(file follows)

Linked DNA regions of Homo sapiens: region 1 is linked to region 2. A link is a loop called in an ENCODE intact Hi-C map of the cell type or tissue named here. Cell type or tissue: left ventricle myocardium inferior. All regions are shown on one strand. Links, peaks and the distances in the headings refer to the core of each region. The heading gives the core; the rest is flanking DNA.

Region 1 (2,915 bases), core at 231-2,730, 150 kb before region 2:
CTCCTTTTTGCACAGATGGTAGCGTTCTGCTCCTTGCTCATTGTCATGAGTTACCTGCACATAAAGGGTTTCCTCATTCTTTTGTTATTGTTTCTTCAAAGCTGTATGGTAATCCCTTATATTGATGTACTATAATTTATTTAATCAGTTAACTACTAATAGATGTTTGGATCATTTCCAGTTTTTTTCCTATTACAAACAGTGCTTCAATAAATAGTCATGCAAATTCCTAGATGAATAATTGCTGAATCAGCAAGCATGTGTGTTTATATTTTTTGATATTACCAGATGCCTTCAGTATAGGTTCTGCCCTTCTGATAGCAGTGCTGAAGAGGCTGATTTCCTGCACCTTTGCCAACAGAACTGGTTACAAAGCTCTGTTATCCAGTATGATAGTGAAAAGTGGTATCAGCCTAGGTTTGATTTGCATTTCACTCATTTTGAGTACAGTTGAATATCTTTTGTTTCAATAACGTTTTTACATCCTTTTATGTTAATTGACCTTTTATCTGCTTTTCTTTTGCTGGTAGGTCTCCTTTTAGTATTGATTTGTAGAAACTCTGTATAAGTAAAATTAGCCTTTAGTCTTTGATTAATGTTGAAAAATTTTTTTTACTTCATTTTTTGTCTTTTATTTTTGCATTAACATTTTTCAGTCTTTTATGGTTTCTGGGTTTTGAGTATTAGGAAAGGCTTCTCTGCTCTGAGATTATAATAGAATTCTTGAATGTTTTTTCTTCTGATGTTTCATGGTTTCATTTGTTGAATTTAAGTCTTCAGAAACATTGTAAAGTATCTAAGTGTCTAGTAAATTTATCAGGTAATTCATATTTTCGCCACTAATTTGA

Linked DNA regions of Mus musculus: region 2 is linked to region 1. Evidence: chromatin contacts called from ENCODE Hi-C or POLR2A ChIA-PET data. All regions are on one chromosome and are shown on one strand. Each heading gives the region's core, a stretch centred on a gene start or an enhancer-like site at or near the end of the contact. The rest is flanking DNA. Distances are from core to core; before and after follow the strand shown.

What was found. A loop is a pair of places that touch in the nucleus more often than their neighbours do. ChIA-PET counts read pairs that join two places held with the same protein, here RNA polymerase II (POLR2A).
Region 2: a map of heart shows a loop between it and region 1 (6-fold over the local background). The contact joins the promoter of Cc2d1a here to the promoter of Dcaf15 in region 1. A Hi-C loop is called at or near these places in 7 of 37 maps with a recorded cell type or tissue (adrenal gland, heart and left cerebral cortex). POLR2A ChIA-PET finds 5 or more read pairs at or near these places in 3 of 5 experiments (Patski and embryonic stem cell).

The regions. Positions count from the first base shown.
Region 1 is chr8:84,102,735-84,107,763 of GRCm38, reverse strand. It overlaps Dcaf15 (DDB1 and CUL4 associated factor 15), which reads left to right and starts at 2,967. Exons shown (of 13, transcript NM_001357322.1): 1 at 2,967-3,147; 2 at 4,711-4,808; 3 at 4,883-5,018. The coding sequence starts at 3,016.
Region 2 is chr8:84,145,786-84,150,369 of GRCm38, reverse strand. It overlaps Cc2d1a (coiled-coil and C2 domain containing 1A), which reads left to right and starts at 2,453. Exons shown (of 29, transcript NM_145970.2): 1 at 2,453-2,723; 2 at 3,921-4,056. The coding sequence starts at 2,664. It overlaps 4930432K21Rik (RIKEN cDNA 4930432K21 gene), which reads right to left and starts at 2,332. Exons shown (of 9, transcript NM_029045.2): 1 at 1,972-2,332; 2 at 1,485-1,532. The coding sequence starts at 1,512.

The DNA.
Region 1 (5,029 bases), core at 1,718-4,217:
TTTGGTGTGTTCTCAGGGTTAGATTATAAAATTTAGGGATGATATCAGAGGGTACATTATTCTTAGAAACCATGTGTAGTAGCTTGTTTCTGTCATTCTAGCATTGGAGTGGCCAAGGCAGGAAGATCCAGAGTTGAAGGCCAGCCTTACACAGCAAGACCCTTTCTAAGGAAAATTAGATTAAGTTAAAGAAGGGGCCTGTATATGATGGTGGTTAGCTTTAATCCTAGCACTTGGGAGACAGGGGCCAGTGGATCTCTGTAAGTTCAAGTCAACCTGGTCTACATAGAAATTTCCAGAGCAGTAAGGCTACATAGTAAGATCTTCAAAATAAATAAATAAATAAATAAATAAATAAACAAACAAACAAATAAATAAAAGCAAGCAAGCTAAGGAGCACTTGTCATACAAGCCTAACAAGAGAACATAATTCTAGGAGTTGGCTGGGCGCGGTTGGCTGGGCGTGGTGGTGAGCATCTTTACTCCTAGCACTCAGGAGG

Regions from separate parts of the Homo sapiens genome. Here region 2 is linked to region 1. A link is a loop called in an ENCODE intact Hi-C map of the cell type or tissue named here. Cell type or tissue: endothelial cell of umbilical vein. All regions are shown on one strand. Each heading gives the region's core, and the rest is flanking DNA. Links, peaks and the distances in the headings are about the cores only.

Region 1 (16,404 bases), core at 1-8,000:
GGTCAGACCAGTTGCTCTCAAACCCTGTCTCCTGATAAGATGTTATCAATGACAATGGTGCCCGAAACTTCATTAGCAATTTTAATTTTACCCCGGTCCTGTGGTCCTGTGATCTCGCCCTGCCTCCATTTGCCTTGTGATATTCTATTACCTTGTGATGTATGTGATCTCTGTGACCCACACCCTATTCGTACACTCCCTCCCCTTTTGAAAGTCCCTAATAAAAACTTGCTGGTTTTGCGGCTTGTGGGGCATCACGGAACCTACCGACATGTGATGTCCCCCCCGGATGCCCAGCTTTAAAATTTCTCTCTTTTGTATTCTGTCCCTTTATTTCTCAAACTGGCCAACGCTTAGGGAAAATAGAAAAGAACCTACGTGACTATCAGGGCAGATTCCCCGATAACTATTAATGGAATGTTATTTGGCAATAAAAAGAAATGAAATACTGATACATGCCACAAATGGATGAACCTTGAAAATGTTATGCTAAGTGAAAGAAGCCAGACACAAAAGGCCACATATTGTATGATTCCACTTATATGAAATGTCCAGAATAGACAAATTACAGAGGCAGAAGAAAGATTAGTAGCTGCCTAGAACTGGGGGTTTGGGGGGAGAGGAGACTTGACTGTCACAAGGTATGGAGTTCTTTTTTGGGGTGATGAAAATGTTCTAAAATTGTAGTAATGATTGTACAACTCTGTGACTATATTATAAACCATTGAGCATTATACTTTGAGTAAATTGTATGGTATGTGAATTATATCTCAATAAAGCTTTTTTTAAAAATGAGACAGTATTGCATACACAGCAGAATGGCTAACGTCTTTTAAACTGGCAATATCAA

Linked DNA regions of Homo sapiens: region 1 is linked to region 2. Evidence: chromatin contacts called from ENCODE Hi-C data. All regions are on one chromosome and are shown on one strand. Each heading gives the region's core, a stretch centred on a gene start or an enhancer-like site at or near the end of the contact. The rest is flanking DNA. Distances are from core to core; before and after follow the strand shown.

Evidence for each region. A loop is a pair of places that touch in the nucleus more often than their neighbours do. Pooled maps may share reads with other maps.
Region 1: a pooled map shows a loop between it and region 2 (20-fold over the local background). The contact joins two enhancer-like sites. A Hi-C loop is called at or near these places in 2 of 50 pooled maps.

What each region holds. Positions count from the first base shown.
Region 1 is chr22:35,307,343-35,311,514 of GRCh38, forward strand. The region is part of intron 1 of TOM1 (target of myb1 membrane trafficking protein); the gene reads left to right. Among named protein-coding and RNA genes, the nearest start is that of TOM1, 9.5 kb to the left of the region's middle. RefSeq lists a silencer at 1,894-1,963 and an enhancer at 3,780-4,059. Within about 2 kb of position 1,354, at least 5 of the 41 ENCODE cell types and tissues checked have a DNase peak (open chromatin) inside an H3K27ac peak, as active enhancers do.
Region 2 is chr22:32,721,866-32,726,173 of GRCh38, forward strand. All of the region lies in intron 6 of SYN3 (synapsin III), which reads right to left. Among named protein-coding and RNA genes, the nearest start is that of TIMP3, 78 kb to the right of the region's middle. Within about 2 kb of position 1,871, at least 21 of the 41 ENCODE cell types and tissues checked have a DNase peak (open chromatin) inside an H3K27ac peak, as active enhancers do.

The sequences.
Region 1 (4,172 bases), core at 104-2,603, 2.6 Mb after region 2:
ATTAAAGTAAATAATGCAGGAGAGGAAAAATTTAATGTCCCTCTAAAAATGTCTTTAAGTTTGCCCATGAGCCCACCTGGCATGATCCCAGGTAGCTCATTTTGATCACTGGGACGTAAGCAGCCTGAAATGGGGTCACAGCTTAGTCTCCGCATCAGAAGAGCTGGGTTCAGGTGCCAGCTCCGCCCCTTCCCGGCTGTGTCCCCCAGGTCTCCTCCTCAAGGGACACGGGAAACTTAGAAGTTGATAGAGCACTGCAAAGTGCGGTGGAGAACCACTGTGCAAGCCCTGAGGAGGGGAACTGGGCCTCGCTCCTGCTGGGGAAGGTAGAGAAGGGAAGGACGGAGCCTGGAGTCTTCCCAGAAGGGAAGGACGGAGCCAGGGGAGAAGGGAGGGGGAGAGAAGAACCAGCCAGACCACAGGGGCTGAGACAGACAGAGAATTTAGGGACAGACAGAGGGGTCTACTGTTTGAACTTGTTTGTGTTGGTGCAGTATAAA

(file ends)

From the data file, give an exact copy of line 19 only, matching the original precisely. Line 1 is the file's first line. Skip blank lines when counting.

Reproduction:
What each region holds. Positions count from the first base shown.